Copyright bills in the 112th United States Congress

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There were different but similar copyright bills in the 112th United States Congress: The Stop Online Piracy Act (SOPA) in the House of Representatives and the PROTECT IP Act (PIPA) in the Senate. A typical route for legislation like this is to pass some version in both houses (so called companion bills[1]), then refer the two bills to a conference committee, which would produce a single bill likely to pass both houses.

These bills were motivated by concerns of copyright holders that their copyright protection in being undermined by the illegal dissemination of copyrighted information via the Internet. Opponents of the proposed legislation say that the proposed remedies are far worse than the problem they are intended to solve.

Economic impact of SOPA / PIPA[edit]

Negative impact on web hosting services[edit]

Journalist Rebecca MacKinnon argued that making companies liable for users' actions could have a chilling effect on user-generated sites like YouTube. "The intention is not the same as China’s Great Firewall, a nationwide system of Web censorship, but the practical effect could be similar".[2] The Electronic Frontier Foundation (EFF) has warned that Etsy, Flickr and Vimeo all seem likely to shut down if the bill becomes law.[3] According to critics, the bill would ban linking to sites deemed offending, even in search results[4] and on services such as Twitter.[5] Many cloud computing and Web hosting services may leave the US to avoid lawsuits.[6]

The Motion Picture Association of America claimed the act's effect on business would be slight, noting that at least 16 countries block websites, and the internet still functions in those countries.[7] Denmark, Finland and Italy blocked The Pirate Bay after courts ruled in favor of music and film industry litigation, and a coalition of film and record companies has threatened to sue British Telecom if it does not follow suit.[8]

General threat to web-related businesses[edit]

A news analysis in the information technology magazine eWeek stated, "The language of SOPA is so broad, the rules so unconnected to the reality of Internet technology and the penalties so disconnected from the alleged crimes that this bill could effectively kill e-commerce or even normal Internet use. The bill also has grave implications for existing U.S., foreign and international laws and is sure to spend decades in court challenges."[9] It was similarly claimed that, "any US consumer who uses a website overseas immediately gives the US jurisdiction the power to potentially take action against it."[10]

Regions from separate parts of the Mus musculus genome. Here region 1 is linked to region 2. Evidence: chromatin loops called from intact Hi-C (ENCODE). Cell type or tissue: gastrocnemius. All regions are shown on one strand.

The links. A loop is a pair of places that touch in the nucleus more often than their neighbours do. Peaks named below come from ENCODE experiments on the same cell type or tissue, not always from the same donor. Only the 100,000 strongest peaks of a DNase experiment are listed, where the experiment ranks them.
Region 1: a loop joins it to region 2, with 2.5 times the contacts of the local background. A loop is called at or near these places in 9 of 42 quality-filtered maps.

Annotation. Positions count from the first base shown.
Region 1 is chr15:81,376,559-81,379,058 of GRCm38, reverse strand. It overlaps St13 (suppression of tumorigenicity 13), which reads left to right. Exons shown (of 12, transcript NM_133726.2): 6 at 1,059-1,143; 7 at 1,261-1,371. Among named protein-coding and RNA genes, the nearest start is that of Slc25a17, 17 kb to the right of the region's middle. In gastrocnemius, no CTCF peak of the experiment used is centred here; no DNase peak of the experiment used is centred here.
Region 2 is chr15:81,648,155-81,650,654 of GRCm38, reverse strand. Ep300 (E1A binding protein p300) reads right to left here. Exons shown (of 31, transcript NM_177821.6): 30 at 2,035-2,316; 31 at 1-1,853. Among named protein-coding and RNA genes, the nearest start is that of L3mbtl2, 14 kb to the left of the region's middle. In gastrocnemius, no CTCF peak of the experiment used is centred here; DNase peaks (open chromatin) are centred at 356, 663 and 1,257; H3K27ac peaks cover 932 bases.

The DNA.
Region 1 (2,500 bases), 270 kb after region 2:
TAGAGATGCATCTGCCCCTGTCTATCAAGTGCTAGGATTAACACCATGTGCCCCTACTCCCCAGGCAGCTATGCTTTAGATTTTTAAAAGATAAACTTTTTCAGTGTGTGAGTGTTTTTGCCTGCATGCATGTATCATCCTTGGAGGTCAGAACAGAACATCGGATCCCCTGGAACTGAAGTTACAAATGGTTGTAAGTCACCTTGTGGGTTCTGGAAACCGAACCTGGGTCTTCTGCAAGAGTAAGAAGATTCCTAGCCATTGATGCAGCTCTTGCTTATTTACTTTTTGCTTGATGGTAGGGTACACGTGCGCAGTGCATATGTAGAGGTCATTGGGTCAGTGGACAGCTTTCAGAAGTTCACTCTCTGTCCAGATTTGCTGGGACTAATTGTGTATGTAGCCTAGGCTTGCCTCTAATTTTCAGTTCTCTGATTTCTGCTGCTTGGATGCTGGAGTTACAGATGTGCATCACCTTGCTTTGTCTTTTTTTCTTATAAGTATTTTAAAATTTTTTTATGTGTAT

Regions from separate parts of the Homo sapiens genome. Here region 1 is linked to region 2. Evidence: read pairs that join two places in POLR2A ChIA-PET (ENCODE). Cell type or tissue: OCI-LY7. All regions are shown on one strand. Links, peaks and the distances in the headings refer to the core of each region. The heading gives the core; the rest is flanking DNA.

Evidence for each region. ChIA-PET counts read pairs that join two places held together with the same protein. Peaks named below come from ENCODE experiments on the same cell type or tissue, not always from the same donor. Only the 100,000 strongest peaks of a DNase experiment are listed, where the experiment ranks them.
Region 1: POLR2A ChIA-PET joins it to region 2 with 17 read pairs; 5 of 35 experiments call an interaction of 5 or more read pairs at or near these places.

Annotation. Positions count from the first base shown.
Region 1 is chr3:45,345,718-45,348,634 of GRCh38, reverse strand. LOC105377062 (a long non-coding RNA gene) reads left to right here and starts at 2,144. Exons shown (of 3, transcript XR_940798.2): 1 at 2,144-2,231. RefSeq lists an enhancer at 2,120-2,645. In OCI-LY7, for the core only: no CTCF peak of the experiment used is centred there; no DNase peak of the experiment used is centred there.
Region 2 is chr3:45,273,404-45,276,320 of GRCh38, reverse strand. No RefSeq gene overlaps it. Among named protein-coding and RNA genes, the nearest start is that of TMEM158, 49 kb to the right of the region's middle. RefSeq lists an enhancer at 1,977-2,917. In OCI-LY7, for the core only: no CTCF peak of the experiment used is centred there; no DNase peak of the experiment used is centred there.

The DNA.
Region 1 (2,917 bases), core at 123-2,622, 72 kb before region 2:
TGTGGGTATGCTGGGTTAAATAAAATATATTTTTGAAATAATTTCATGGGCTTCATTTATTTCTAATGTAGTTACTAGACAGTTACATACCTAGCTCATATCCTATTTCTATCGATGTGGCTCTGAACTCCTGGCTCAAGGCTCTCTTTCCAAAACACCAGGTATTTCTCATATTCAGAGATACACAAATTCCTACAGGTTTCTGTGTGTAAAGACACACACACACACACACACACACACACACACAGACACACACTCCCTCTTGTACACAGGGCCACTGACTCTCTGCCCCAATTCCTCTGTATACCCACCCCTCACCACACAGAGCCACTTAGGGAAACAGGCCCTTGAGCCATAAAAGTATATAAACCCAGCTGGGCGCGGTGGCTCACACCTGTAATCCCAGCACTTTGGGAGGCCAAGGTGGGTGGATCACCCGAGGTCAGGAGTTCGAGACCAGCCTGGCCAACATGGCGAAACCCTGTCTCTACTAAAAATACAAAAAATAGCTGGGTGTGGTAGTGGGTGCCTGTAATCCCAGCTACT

On October 28, 2011, the EFF called the bill a "massive piece of job-killing Internet regulation," and said, "This bill cannot be fixed; it must be killed."[11]

Gary Shapiro, CEO of the Consumer Electronics Association, stated that "The bill attempts a radical restructuring of the laws governing the Internet," and that "It would undo the legal safe harbors that have allowed a world-leading Internet industry to flourish over the last decade. It would expose legitimate American businesses and innovators to broad and open-ended liability. The result will be more lawsuits, decreased venture capital investment, and fewer new jobs."[12] A similar claim was made by CrowdFlower.[13]

Strategy& (Formerly Booz & Company) on November 16 released a study, funded by Google, finding that almost all of the 200 venture capitalists and angel investors interviewed would stop funding digital media intermediaries if the House bill becomes law. More than 80 percent said they would rather invest in a risky, weak economy with the current laws than a strong economy with the proposed law in effect. If legal ambiguities were removed and good faith provisions in place, investing would increase by nearly 115 percent.[14]

Civil liberties issues with SOPA / PIPA[edit]